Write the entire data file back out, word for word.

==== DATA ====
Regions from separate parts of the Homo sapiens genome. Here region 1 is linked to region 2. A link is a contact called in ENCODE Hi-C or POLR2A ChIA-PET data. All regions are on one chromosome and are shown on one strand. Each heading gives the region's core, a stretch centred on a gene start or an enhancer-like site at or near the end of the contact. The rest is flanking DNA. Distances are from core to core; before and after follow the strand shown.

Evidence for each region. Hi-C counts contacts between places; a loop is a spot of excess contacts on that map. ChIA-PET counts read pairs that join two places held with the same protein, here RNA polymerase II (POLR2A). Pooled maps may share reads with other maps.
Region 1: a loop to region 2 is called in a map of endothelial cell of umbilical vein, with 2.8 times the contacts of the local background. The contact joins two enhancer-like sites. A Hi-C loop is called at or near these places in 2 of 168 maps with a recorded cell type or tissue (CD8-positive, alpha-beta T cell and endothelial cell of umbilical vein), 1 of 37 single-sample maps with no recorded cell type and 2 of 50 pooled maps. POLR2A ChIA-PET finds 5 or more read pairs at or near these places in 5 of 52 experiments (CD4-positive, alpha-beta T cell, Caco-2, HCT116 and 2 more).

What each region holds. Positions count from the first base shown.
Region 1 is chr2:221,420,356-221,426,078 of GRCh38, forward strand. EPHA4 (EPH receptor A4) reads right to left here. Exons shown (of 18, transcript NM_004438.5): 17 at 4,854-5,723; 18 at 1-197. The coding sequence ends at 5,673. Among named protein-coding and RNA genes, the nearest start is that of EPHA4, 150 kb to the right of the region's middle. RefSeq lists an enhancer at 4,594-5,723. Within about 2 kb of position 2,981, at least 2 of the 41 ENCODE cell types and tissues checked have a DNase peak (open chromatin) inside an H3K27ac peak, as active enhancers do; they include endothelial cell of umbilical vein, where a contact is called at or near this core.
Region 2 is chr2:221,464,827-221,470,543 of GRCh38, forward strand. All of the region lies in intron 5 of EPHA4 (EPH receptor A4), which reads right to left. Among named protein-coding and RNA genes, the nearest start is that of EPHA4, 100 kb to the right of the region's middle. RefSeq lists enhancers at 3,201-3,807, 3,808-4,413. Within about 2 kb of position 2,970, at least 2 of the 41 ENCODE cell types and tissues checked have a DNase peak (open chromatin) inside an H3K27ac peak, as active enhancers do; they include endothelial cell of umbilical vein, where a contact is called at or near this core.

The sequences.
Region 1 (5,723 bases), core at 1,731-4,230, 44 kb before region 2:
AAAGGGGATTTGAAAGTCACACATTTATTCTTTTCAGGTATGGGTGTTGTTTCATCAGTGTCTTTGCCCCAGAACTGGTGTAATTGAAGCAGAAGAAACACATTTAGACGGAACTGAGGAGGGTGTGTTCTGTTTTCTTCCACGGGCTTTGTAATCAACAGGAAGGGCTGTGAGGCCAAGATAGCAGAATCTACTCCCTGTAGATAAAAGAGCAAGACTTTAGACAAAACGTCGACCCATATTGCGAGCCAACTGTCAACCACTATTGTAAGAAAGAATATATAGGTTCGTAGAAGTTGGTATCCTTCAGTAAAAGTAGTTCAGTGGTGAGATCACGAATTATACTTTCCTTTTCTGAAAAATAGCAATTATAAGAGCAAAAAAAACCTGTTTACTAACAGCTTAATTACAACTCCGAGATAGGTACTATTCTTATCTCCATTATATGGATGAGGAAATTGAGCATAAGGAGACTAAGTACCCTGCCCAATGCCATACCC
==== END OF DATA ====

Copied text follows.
Regions from separate parts of the Homo sapiens genome. Here region 1 is linked to region 2. A link is a contact called in ENCODE Hi-C or POLR2A ChIA-PET data. All regions are on one chromosome and are shown on one strand. Each heading gives the region's core, a stretch centred on a gene start or an enhancer-like site at or near the end of the contact. The rest is flanking DNA. Distances are from core to core; before and after follow the strand shown.

Evidence for each region. Hi-C counts contacts between places; a loop is a spot of excess contacts on that map. ChIA-PET counts read pairs that join two places held with the same protein, here RNA polymerase II (POLR2A). Pooled maps may share reads with other maps.
Region 1: a loop to region 2 is called in a map of endothelial cell of umbilical vein, with 2.8 times the contacts of the local background. The contact joins two enhancer-like sites. A Hi-C loop is called at or near these places in 2 of 168 maps with a recorded cell type or tissue (CD8-positive, alpha-beta T cell and endothelial cell of umbilical vein), 1 of 37 single-sample maps with no recorded cell type and 2 of 50 pooled maps. POLR2A ChIA-PET finds 5 or more read pairs at or near these places in 5 of 52 experiments (CD4-positive, alpha-beta T cell, Caco-2, HCT116 and 2 more).

What each region holds. Positions count from the first base shown.
Region 1 is chr2:221,420,356-221,426,078 of GRCh38, forward strand. EPHA4 (EPH receptor A4) reads right to left here. Exons shown (of 18, transcript NM_004438.5): 17 at 4,854-5,723; 18 at 1-197. The coding sequence ends at 5,673. Among named protein-coding and RNA genes, the nearest start is that of EPHA4, 150 kb to the right of the region's middle. RefSeq lists an enhancer at 4,594-5,723. Within about 2 kb of position 2,981, at least 2 of the 41 ENCODE cell types and tissues checked have a DNase peak (open chromatin) inside an H3K27ac peak, as active enhancers do; they include endothelial cell of umbilical vein, where a contact is called at or near this core.
Region 2 is chr2:221,464,827-221,470,543 of GRCh38, forward strand. All of the region lies in intron 5 of EPHA4 (EPH receptor A4), which reads right to left. Among named protein-coding and RNA genes, the nearest start is that of EPHA4, 100 kb to the right of the region's middle. RefSeq lists enhancers at 3,201-3,807, 3,808-4,413. Within about 2 kb of position 2,970, at least 2 of the 41 ENCODE cell types and tissues checked have a DNase peak (open chromatin) inside an H3K27ac peak, as active enhancers do; they include endothelial cell of umbilical vein, where a contact is called at or near this core.

The sequences.
Region 1 (5,723 bases), core at 1,731-4,230, 44 kb before region 2:
AAAGGGGATTTGAAAGTCACACATTTATTCTTTTCAGGTATGGGTGTTGTTTCATCAGTGTCTTTGCCCCAGAACTGGTGTAATTGAAGCAGAAGAAACACATTTAGACGGAACTGAGGAGGGTGTGTTCTGTTTTCTTCCACGGGCTTTGTAATCAACAGGAAGGGCTGTGAGGCCAAGATAGCAGAATCTACTCCCTGTAGATAAAAGAGCAAGACTTTAGACAAAACGTCGACCCATATTGCGAGCCAACTGTCAACCACTATTGTAAGAAAGAATATATAGGTTCGTAGAAGTTGGTATCCTTCAGTAAAAGTAGTTCAGTGGTGAGATCACGAATTATACTTTCCTTTTCTGAAAAATAGCAATTATAAGAGCAAAAAAAACCTGTTTACTAACAGCTTAATTACAACTCCGAGATAGGTACTATTCTTATCTCCATTATATGGATGAGGAAATTGAGCATAAGGAGACTAAGTACCCTGCCCAATGCCATACCC